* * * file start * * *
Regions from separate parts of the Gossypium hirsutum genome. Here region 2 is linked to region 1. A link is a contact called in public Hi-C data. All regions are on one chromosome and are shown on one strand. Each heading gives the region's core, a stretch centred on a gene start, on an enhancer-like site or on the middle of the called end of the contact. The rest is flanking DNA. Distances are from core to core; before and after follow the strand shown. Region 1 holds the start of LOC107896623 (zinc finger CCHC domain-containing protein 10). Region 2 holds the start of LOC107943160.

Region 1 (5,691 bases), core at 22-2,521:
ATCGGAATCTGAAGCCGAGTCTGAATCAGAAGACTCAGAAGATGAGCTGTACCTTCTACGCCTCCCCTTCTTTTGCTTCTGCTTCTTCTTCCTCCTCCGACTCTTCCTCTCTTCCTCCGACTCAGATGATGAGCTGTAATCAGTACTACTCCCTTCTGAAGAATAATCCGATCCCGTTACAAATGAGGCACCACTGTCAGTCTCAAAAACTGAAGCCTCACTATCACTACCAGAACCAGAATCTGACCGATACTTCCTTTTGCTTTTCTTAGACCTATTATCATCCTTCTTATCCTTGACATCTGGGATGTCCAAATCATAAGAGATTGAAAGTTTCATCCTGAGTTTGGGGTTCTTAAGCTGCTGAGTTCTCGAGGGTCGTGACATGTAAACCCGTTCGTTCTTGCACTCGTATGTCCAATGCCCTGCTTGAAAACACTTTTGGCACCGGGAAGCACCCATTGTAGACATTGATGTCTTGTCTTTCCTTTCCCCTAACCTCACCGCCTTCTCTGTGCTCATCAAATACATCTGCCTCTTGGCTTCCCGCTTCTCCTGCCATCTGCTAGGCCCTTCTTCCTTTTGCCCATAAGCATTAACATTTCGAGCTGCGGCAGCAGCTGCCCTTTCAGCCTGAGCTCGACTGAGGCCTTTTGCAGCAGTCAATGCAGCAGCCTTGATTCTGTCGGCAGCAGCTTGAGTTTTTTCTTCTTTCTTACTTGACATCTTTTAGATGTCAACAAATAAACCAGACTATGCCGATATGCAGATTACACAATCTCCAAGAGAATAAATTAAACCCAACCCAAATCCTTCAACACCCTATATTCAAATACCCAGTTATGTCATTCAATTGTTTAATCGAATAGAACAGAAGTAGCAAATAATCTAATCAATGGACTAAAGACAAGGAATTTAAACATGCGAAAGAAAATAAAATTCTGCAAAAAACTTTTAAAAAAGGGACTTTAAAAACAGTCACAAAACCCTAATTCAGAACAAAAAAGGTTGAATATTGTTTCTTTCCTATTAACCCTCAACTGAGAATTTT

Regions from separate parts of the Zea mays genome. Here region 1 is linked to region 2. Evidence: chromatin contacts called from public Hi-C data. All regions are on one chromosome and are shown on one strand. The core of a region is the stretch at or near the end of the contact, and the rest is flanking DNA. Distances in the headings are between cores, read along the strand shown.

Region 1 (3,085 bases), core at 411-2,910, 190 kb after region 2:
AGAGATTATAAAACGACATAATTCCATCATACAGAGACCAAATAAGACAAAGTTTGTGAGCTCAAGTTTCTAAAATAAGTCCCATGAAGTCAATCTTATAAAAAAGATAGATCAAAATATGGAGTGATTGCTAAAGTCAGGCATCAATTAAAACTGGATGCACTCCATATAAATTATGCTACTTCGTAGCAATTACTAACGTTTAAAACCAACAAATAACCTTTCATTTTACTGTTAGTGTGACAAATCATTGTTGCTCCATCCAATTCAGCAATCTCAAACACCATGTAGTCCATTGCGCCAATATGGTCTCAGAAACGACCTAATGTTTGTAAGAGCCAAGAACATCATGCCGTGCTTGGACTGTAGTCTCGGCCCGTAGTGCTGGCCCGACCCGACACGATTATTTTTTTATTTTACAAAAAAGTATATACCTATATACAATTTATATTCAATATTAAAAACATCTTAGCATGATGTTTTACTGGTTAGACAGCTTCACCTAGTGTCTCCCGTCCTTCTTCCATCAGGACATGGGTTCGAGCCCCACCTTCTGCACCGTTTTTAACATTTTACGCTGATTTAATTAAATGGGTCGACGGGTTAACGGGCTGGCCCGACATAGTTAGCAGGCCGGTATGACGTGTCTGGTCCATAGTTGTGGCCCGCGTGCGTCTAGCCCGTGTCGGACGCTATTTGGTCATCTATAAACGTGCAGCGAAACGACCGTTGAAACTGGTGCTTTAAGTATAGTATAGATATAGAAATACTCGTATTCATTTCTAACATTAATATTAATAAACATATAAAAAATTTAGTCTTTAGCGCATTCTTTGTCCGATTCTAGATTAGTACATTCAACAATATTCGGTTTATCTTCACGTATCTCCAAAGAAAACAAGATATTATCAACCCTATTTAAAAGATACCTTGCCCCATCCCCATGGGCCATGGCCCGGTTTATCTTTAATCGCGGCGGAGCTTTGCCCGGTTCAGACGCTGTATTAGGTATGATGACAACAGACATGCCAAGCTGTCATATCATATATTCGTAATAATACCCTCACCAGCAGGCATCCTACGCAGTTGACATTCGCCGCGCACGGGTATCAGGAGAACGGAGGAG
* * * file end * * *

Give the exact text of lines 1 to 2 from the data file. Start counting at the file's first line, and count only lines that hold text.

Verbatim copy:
Regions from separate parts of the Gossypium hirsutum genome. Here region 2 is linked to region 1. A link is a contact called in public Hi-C data. All regions are on one chromosome and are shown on one strand. Each heading gives the region's core, a stretch centred on a gene start, on an enhancer-like site or on the middle of the called end of the contact. The rest is flanking DNA. Distances are from core to core; before and after follow the strand shown. Region 1 holds the start of LOC107896623 (zinc finger CCHC domain-containing protein 10). Region 2 holds the start of LOC107943160.

Region 1 (5,691 bases), core at 22-2,521: